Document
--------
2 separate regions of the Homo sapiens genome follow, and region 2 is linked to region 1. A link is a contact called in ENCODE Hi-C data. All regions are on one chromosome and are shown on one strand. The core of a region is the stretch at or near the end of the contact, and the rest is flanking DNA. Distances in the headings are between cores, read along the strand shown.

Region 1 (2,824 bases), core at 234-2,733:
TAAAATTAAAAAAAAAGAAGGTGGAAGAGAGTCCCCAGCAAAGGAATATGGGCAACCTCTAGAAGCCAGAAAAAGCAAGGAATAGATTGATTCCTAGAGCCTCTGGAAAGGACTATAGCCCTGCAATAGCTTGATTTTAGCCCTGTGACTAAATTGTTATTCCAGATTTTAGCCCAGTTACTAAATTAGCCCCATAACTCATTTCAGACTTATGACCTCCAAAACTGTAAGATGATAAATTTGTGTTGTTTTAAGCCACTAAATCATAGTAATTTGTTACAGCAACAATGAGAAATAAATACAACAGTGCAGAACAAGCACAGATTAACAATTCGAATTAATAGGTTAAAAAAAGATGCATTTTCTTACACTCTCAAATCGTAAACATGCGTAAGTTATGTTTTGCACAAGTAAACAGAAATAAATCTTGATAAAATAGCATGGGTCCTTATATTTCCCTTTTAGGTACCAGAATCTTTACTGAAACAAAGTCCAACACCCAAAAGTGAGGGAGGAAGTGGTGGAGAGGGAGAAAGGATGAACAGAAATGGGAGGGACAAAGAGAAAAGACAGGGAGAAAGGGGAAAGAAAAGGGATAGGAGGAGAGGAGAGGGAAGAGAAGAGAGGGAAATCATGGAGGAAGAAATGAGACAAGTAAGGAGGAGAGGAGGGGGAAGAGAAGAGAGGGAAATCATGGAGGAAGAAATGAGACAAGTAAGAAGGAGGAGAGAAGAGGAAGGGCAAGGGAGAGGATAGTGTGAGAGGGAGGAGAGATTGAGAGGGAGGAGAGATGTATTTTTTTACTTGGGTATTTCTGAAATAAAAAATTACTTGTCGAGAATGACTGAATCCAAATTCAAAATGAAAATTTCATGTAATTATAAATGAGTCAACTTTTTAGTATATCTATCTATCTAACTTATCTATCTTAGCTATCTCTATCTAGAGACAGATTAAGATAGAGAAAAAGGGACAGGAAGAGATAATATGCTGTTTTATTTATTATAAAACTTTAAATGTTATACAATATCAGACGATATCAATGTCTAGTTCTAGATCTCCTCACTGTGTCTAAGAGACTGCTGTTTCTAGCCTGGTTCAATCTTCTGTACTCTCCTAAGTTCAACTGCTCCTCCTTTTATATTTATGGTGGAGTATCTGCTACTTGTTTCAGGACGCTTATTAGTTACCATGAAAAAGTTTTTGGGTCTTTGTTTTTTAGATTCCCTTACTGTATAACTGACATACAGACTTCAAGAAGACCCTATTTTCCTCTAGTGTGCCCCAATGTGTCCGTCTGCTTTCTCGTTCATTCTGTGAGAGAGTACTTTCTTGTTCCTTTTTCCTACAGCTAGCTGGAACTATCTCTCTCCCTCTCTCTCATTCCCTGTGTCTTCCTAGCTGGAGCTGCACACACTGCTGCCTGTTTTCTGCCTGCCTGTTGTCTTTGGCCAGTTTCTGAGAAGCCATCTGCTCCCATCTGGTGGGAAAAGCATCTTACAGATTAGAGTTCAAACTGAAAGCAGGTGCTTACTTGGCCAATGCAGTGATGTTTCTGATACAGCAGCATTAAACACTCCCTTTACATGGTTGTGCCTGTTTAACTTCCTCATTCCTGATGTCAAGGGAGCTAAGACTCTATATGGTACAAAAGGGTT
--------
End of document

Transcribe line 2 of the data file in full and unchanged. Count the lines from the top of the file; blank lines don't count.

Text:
Region 1 (2,824 bases), core at 234-2,733: